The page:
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What’s Your Status? Do You Really Want Other People to Know?

I work for Texas Instruments, a company that makes chips for cellphones, wireless technologies, digital cameras and TVs. We have lots of creative people here, (and to be honest, I don’t come in contact with most of them!).

Here’s my brilliant idea. Have you ever called someone only to find out they are in their car or at work or generally in a situation where they shouldn’t be interrupted?

Cellphone carriers should be able to indicate a user’s status (like you do for Instant Messaging). The problem is that users don’t want to constantly be changing their status (they’ll forget, or they’ll forget to turn it back).

Often, their status is a result of location. For example, if you are at work, that is a specific geographic point. Same for In Car, etc. It should be a relatively trivial matter to invent a “proximity beacon” which you can put in your car or workplace to automatically register when you/your phone enters that space. Once the phone comes within range of such a beacon, a status change would be registered with the carrier. The carrier would let you keep a buddy list or at least assign a certain status to entries in the address book.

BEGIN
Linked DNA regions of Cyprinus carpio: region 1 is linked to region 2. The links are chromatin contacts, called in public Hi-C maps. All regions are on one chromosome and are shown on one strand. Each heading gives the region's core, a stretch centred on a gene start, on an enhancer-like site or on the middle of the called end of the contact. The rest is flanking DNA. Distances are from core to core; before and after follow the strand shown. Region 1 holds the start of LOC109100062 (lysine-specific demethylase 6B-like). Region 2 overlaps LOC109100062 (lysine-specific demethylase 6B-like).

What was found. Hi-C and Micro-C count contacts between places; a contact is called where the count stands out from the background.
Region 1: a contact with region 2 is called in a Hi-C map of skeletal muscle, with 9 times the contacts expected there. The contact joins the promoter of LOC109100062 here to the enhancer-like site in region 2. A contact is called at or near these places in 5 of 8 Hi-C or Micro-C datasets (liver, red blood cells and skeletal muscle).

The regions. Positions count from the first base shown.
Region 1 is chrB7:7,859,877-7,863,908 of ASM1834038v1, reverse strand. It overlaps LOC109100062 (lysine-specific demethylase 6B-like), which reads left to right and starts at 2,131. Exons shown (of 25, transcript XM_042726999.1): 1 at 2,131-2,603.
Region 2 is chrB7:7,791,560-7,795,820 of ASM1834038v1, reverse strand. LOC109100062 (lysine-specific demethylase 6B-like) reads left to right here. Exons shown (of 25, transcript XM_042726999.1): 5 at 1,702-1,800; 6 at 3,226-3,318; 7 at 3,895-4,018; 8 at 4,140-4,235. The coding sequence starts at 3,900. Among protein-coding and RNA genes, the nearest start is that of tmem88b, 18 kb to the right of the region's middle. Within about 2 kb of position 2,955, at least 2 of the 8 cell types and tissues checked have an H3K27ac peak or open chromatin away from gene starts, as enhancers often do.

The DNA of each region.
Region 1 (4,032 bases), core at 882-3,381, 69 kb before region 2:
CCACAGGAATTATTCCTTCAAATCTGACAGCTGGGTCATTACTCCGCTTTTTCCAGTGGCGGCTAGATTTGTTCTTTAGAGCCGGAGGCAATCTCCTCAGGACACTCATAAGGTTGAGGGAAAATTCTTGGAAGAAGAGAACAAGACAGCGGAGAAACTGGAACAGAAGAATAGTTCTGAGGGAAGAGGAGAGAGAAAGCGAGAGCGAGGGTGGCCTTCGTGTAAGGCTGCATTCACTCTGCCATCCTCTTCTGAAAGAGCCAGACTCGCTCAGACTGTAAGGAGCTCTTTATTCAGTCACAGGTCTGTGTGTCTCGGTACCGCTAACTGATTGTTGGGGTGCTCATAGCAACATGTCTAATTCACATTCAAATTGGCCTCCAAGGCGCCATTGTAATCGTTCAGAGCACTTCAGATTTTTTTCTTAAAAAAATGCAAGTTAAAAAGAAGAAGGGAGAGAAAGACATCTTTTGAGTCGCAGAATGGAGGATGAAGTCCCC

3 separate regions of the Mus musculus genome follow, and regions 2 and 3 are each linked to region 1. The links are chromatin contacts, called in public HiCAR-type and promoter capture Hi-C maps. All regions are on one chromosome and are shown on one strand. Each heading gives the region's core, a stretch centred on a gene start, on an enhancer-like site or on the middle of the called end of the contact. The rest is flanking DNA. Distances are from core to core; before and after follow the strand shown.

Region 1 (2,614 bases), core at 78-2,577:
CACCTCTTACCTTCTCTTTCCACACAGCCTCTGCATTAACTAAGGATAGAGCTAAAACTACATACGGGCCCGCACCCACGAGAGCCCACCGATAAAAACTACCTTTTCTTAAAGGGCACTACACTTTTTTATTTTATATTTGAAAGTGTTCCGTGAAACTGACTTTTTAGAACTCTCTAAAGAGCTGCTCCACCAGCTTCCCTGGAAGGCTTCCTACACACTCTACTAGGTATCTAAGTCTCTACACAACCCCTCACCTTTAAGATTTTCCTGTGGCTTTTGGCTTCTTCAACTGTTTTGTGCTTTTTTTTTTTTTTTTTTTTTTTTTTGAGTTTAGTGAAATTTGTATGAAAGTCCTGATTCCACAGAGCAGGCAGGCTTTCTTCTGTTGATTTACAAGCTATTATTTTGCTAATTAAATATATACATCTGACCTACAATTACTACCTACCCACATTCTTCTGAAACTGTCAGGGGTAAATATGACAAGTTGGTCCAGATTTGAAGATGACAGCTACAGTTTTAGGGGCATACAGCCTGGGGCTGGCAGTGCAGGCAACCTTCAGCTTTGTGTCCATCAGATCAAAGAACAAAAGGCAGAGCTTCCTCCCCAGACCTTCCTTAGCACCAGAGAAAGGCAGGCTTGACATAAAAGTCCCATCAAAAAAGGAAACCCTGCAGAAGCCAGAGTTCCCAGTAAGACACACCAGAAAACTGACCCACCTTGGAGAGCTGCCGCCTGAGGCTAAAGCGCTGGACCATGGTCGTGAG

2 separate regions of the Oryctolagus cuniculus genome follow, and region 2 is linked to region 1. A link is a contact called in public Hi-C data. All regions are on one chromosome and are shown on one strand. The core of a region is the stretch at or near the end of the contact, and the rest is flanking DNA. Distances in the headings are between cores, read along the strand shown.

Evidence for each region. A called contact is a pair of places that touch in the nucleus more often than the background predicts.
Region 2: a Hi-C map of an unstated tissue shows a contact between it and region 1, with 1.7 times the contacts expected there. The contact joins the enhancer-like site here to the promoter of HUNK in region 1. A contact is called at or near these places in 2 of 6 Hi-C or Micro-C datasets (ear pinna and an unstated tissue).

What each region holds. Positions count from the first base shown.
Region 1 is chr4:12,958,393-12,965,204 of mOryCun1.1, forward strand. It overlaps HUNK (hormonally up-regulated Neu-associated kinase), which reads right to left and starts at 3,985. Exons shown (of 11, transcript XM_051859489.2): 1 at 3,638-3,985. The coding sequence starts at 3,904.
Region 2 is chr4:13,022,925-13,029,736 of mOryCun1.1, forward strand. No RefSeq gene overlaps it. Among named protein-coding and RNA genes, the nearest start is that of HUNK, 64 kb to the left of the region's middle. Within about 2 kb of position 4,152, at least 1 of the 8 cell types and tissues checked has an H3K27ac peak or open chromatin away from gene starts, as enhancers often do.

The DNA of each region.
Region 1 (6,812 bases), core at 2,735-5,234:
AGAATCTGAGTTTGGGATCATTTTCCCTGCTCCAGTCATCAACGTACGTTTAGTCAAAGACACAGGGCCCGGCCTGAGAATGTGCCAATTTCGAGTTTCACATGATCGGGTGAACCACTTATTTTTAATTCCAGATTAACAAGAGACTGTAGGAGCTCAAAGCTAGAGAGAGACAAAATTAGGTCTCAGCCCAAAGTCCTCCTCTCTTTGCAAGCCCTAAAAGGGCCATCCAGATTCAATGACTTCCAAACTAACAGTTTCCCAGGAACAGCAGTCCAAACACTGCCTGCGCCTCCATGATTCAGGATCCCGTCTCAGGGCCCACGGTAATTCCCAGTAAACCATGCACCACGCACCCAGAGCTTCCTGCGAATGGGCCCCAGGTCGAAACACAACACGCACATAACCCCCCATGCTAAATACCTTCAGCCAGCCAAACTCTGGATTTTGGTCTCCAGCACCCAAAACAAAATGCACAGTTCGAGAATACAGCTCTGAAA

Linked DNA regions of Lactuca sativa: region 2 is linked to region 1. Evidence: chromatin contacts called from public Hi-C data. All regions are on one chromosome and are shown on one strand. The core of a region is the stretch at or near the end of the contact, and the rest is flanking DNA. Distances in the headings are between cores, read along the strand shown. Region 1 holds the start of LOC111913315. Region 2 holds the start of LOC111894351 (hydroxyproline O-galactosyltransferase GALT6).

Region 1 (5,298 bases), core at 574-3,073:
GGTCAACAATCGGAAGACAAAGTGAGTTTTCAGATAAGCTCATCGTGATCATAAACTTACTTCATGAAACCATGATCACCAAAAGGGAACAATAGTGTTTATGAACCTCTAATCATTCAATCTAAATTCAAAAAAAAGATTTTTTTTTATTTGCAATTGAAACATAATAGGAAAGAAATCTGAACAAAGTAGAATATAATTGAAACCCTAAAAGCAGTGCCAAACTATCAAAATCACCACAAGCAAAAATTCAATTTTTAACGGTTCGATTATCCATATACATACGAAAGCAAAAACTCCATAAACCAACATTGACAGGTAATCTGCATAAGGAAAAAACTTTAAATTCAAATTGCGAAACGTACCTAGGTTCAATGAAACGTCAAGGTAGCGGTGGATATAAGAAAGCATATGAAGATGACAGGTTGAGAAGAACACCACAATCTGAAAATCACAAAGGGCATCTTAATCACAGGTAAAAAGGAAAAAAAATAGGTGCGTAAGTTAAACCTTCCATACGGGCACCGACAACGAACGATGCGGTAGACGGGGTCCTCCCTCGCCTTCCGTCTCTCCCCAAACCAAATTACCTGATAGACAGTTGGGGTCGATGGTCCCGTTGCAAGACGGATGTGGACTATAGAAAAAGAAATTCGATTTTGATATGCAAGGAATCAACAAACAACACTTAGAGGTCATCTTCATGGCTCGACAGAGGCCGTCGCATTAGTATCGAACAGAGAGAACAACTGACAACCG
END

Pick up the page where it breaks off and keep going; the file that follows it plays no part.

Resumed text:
Imagine if a movie theatre or church could have their own beacons to indicate status (Movie/Church/Shopping). Yes, there are privacy issues to deal with. But individuals could elect to turn on this feature and broadcast it to the network. The question becomes: would individuals mind sharing their status (expressed in vague generalities).

Consider Instant Messenger. I am not a big fan, but I appreciate how you could change your status to make yourself unavailable or even invisible. For a while, I just left things on default, but as my buddy list grow, I was “invisible” more often than not. I didn’t want to be bothered. Some people on my buddy list were acquaintances I’ve lost touch with. Others were people who just liked gabbing. After the novelty of instant communication wears off, it becomes really really annoying.

The problem with turning your cellphone on vibrate or silent is that it requires user action. And users sometimes forget (or worse, they forget to turn it back to its previous setting). For a permanent solution it is unworkable and cumbersome (though by now we’ve adapted).

You could manufacture “location beacons” for next to nothing, although the big hurdle is in adding it to the carrier’s bundled services. Given the diminishing number of cellphone options, there may no longer be a need to differentiate your cellphone service. If Wifi or mesh networks were robust enough to maintain a signal, the idea could be implemented just as easily.

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